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Title: Ichnofabrics and Facies in the Paleocene of Chicxulub: A Record of the Recovery of Life Post-Impact
IODP/ICDP Expedition 364 recovered ~829 m of core at Site M0077 including ~110 m of post-impact, (hemi)pelagic Paleogene sedimentary rocks overlying the Chicxulub impact crater peak ring formed from suevite, melt rock, and granitic basement. The transition between suevite and Paleocene limestone (Unit 1F) is a remarkable fining upward package of gravel to sand-sized suevite (Unit 2A) overlain by the laminated carbonate-rich Unit 1G that records deposition of fine-grained material post-impact and contains a mix of Late Cretaceous and earliest Danian taxa. This study concentrates on the overlying Unit 1F. The ichnofabric index (ii, 1-6 indicating no bioturbation to complete homogenization), provides a semiquantitative estimate of burrow density to help assess the return of life to the crater. Unit 1F is ~10 m thick with a sharp contact at the base of a green claystone (ii 2) that overlies Unit 1G. It consists of cm-dm interbedded blue-gray marlstone (ii 2) grading upward into gray to blue-gray wacke/packstone (ii 3-5). Contacts between facies are mostly gradational due to burrowing. The upper 3 m of the unit is a yellow-brown burrowed packstone (ii 4) intercalated with gray marlstone (ii 2). The uppermost 7.5 cm is calcite cemented with 1 cm wide burrows (ii more » 3-4) and fine to coarse sand size clasts including foraminifera. The upper surface of the unit is a hardground with an ~2 Myr unconformity overlain by Eocene rocks. The first well-defined burrows occur in the upper 30 cm of Unit 1G. Unequivocal burrows (ii 2) that disturb sedimentary facies occur in overlying Unit 1F with values of 3-5 recorded in the overlying 10 cm indicating significant disruption of primary sedimentary structures. The iis in Unit 1F vary between 2 and 5 with rare laminated intervals without bioturbation (ii 1). Values of ii correlate well with facies changes, i.e. marlstones display lower iis than more carbonate-rich facies, implying a depth and/or redox control on burrower distribution. The ii data indicate that burrowers were re-established in the crater before the end of deposition of Unit 1G. The lowest Danian zone Pα is documented in the lowermost part of Unit 1F. Trace makers were thus active by the earliest Danian with an increase in abundance and diversity during the lower Danian, indicating a rapid and continuous return of benthic life to the crater. « less
Authors:
; ; ; ; ;
Award ID(s):
1737199
Publication Date:
NSF-PAR ID:
10161131
Journal Name:
AGU reference shelf
ISSN:
2329-1389
Sponsoring Org:
National Science Foundation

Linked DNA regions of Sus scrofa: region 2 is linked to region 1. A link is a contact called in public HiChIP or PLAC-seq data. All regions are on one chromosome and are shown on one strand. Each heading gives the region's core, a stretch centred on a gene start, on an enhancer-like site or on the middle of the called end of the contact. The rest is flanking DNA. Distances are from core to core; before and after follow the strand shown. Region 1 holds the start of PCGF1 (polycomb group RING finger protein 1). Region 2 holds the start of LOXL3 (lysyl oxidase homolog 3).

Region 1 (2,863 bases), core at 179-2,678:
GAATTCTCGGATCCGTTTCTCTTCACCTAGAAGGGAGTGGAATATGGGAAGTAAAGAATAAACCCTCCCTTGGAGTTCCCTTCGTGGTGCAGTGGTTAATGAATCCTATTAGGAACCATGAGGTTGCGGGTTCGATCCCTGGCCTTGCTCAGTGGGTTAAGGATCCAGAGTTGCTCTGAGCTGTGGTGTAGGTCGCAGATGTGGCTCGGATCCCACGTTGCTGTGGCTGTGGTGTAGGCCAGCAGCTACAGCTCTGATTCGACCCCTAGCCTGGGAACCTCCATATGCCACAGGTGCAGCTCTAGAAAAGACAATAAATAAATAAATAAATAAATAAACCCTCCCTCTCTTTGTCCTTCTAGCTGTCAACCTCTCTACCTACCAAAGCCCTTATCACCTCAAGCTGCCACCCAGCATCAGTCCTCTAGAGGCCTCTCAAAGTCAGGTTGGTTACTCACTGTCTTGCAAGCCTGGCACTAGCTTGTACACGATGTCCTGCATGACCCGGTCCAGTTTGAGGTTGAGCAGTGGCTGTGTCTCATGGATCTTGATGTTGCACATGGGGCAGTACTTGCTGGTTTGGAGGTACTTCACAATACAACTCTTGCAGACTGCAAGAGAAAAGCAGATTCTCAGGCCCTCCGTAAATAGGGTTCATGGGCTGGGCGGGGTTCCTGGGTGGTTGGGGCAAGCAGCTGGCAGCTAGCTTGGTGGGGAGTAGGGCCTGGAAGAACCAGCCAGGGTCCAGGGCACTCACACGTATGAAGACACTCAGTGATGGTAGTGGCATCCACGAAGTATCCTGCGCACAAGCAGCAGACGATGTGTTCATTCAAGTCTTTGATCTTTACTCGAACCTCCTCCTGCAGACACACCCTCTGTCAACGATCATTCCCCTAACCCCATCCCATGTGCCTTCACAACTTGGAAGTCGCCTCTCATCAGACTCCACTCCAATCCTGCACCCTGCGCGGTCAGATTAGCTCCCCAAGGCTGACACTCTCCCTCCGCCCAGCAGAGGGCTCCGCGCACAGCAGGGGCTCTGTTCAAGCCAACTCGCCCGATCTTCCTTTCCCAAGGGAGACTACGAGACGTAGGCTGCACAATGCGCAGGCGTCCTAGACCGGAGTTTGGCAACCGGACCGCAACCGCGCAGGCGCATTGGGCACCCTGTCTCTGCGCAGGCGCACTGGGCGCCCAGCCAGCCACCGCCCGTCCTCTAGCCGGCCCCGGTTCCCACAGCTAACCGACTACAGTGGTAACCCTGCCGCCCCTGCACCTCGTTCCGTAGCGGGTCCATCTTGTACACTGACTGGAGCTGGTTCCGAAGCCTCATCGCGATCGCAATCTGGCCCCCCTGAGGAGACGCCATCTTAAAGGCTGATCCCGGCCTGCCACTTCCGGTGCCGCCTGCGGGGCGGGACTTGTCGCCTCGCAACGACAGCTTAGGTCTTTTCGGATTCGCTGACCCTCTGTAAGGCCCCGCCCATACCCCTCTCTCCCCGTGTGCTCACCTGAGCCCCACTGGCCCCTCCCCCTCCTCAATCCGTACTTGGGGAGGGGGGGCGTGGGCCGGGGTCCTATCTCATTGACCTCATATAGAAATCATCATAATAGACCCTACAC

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  1. Introduction: IODP/ICDP Expedition 364 recovered core from 505.7-1334.7 m below the seafloor (mbsf) at Site M0077A (21.45° N, 89.95° W) atop the peak ring in the Chicxulub impact structure. The core penetrated Paleogene sedimentary rocks, impactrelated suevite, melt rock, and granitic basement [1]. Approximately 110 m of post-impact, hemipelagic and pelagic sedimentary rocks were recovered, ranging from middle Eocene (Ypresian) to basal Paleocene (Danian) in age [1]. The transition between suevite and basal Paleocene sedimentary rocks is a remarkable succession of fining upward gravel to sand-sized suevite (Unit 2A) overlain by laminated carbonate-rich siltstone (Unit 1G, “impact boundary cocktail” [2]) that records the settling of fine-grained material postimpact [1]. This study concentrates on the carbonaterich Paleocene sedimentary rocks of overlying Unit 1F [1]. The degree of bioturbation, or ichnofabric index (II) [3, 4], provides a semiquantitative estimate of the density of burrowing within sedminentary facies. Collection of II data within the context of facies analysis thus yields insight into the initial and then continued disturbance of sediment by burrowing organisms recording the return of life to the crater (Fig. 1). Unit 1G: The unit extends from 616.58-617.33 mbsf (Fig. 1) and consists mainly of dark brown to dark grayish brownmore »calcareous siltstone but is complex with several different lithologies and post-depositional pyrite nodules that disrupt bedding. The base of the unit is a sharp, stylolitized contact overlain by two ~1 cm thick, normally graded beds. Overlying, up to 617.17 mbsf, the siltstone contains internally finely laminated cm-scale beds that alternate between dark brown and grayish brown. Above, up to 616.97 mbsf is a package with mm bedded couplets of dark brown and grayish brown calcareous siltstone that grade upward into similarly colored cm bedded couplets that then thin upward into mm bedded couplets again. Above this interval bedding is indistinct and appears to be obscured by soft sediment deformation from 616.66- 616.97 mbsf. The upper part of the unit is slightly deformed with greenish marlstone and interbedded lighter gray siltstone displaying a distinct downwarp from 616.58-616.66 mbsf. Rare oval structures, that are potential individual burrows, occur down to 616.65 mbsf. Unit 1F: The unit records the remainder of the Paleocene and extends from 607.27-616.58 mbsf (Fig. 1). The base of the unit is a sharp contact at the base of a greenish claystone (II 2) that overlies Unit 1G [1]. It consists dominantly of interbedded light gray to light bluish gray wackestone and packstone (II 3-5) and light to dark bluish gray marlstone (II 2) at cm-dmscale. All lithologies contain wispy stylolites. The lower portion of the unit (616.58 and 607.74) is cyclic with cm-dm-scale bedding and light greenish-blue to bluish marlstone bases (II 2-3) that grade upward into light gray or light bluish gray wackestone and packstone (II 3-5). Contacts between lithologies are usually gradational due to burrowing. The upper portion of the unit from 610.25 to 607.74 mbsf is a light yellowish brown burrowed packstone (II 4) intercalated with gray marlstone (II 2). The uppermost 7.5 cm is calcite cemented with 1 cm wide burrows (II 3-4). Clasts are fine to coarse sand size and include foraminifera. The upper surface of this unit is a hardground and minor unconformity overlain by Eocene rocks [1]. Ichnofabric Index: II data provides a window onto the return of life post-impact (Fig. 1). Rare structures in the upper most sandy suevite (Unit 2A) and in Unit 1G (Core 40R-1) resemble bioturbation structures but may also represent fluid escape [1]. The first welldefined oval structures that appear to be burrows occur in the upper part of Unit 1G (Fig. 1, 616.58-616.65 mbsf). Unequivocal burrows (II 2) that disturb sedimentary facies occur just above, at 616.56 mbsf in Unit 1F (Fig. 1). II of 3-4 are reached 5-6 cm above indicating significant disruption of original sedimentary strutures. An II of 5 is first documented at 616.16 mbsf (Fig. 1). Above this level through the Paleocene succession II largely varies between 2 and 5 with rare laminated intervals (II 1). Bioturbation intensity correlates well with facies changes and more marly facies display lower levels of bioturbation than more carbonate- rich facies. This correlation implies a depth and/or paleoredox control on the distribution of bioturbating organisms. Discussion: II and the return of life: The II data indicate that burrowing organisms were likely reestablished in the crater before the end of deposition of Unit 1G. Biostratigraphic analyses document a mix of Late Cretaceous and earliest Danian taxa within Unit Lunar and Planetary Science XLVIII (2017) 1348.pdf 1G and lowermost Danian zone Pα documented in the lowermost part of Unit 1F down to 616.58 mbsf [1]. P1a taxa occur down to 616.29 mbsf with P1b-P4 recorded upward through 607.27 m [1]. Burrowing organisims were thus active by earliest Danian indicating a rapid return of life to the crater. Hydrocode modeling implies that much of the deformation and peak ring formation was completed within minutes of the impact [5]. Deposition and reworking of impact breccia by tsunami and seiches likely extended for several days [6]. More refined estimates for the return of life to the crater may be possible with more detailed analysis of the deposition of laminae within Unit 1G that records marine settling of fine-grained material that may have taken days to months.« less